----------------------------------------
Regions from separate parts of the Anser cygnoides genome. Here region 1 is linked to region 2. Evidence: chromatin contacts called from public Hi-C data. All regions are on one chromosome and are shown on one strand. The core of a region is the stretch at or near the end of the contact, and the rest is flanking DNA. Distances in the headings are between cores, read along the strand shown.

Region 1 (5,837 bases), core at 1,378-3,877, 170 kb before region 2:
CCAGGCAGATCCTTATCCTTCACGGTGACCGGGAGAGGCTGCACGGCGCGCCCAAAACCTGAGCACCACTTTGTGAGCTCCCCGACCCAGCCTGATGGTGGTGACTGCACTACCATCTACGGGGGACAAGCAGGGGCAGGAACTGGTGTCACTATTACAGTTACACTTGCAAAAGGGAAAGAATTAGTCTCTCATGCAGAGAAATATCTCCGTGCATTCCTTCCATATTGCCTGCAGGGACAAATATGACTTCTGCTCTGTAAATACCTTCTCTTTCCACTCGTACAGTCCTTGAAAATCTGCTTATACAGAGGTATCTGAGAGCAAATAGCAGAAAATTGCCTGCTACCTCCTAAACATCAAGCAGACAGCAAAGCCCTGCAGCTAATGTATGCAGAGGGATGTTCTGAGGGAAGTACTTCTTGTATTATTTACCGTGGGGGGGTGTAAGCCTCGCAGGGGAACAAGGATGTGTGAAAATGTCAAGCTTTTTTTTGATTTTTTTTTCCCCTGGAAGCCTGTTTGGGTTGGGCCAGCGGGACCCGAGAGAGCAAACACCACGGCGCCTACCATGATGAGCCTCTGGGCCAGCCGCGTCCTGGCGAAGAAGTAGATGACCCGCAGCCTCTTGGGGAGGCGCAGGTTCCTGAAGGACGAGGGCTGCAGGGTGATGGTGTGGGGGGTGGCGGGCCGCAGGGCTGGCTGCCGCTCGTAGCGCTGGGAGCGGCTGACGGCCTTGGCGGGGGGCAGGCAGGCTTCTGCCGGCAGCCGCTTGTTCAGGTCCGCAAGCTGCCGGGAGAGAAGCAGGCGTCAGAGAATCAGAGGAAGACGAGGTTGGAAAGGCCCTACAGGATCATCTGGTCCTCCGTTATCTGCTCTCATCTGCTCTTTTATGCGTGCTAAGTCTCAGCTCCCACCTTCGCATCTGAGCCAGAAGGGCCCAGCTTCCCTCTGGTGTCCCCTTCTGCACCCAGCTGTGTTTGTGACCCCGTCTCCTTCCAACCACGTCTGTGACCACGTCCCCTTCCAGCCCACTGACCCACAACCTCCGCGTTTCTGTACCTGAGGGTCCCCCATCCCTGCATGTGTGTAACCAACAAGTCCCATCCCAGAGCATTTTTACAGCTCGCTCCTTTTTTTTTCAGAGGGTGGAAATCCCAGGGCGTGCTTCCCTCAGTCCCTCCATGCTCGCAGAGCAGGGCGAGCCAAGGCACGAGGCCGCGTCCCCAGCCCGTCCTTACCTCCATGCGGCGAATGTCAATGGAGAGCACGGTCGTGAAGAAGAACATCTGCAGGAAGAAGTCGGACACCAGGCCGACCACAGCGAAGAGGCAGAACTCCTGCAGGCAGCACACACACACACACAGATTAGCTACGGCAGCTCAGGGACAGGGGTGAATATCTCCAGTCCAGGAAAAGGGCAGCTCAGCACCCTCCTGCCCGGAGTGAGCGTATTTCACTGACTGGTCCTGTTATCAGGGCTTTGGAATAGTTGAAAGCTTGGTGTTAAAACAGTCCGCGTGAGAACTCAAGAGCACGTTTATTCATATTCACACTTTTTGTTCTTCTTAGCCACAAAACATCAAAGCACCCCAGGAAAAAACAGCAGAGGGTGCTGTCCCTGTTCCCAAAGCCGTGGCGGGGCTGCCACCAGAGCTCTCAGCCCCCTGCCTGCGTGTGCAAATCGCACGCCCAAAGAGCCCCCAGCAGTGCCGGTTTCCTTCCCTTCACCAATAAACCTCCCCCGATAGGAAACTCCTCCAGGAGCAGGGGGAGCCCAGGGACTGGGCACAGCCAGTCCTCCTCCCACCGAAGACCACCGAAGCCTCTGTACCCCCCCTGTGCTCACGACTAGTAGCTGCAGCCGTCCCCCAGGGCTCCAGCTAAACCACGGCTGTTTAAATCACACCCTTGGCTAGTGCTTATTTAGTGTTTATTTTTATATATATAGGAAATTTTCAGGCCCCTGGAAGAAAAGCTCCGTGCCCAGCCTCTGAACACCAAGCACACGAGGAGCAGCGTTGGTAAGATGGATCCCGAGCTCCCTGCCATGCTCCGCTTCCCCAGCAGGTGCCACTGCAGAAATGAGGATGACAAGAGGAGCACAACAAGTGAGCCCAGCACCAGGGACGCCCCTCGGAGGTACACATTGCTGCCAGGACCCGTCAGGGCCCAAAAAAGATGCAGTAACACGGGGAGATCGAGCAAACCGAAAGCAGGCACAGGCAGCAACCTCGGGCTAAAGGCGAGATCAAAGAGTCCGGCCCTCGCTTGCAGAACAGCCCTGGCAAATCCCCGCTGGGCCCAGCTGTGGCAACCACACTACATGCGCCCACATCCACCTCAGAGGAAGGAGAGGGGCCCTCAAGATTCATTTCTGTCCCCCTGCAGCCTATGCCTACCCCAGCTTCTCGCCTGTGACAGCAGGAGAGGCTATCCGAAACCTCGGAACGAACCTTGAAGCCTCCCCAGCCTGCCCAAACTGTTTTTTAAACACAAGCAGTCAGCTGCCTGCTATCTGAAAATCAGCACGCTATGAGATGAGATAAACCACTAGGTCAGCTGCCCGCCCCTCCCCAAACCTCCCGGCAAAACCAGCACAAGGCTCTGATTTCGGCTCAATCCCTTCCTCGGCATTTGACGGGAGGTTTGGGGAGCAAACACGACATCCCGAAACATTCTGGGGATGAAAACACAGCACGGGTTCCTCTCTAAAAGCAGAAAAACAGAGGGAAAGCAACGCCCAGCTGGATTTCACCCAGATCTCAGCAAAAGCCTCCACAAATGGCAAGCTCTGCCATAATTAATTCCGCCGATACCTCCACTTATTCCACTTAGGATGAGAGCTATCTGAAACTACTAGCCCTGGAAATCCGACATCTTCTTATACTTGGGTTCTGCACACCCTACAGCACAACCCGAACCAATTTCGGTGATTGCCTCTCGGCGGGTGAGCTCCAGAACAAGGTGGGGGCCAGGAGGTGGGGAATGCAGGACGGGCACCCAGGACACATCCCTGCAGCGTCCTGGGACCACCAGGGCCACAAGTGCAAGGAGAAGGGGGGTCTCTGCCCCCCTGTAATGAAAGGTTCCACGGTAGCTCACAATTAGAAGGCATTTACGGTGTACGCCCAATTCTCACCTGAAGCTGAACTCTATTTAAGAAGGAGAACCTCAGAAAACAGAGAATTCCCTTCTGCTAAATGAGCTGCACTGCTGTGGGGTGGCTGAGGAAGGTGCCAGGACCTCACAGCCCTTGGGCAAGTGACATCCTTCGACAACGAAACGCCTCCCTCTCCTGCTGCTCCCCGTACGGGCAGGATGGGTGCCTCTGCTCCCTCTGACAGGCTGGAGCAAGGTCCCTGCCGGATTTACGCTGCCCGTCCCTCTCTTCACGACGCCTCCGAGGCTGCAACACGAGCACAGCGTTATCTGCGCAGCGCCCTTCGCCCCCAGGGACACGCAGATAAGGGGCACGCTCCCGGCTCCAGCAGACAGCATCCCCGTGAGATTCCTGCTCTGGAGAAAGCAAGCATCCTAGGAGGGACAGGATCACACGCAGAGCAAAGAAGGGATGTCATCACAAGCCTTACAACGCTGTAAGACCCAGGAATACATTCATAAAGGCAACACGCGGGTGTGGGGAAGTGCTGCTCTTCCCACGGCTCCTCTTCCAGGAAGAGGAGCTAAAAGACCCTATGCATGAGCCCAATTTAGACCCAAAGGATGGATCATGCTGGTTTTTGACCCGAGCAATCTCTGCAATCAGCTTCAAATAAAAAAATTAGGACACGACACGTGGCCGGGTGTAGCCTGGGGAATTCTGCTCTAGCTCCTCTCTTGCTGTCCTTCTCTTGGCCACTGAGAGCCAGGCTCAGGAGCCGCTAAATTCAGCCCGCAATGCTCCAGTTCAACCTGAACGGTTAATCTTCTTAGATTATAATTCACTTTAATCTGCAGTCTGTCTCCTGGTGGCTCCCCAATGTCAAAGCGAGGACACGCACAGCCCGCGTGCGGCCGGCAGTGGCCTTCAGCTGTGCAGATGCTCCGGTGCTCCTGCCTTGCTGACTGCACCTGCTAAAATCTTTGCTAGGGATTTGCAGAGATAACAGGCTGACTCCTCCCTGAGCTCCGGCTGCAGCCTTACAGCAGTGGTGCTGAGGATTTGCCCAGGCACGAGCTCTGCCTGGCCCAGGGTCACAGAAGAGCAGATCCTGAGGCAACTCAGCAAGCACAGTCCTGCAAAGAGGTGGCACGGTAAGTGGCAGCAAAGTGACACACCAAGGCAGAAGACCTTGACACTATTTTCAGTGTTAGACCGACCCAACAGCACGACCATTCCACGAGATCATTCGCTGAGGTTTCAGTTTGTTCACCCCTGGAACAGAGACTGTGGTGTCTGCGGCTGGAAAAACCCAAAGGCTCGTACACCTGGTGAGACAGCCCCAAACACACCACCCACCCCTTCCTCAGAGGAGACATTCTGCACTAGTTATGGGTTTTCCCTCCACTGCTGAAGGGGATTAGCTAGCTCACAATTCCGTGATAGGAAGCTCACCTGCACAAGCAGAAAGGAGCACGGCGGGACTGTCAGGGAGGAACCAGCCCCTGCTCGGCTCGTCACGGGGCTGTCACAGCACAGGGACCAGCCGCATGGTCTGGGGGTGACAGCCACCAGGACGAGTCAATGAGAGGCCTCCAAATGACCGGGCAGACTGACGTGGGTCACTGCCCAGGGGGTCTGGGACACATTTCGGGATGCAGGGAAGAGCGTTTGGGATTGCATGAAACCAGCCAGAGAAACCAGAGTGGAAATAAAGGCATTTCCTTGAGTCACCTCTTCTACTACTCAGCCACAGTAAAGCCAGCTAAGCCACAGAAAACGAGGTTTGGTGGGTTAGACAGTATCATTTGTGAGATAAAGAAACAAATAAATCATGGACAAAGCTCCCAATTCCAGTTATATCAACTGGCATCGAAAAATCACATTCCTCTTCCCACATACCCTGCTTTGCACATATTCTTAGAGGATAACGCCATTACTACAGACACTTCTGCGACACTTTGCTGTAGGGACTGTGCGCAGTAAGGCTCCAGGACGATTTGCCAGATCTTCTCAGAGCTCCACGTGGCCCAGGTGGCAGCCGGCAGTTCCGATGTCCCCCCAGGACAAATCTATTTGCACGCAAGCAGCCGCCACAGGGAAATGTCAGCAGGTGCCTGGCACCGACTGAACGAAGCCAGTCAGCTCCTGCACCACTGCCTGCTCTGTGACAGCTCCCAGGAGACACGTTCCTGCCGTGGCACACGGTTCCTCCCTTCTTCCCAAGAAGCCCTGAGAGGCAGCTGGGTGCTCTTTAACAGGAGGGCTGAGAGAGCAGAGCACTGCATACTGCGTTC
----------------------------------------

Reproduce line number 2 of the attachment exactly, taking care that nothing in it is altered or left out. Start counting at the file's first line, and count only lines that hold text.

Region 1 (5,837 bases), core at 1,378-3,877, 170 kb before region 2: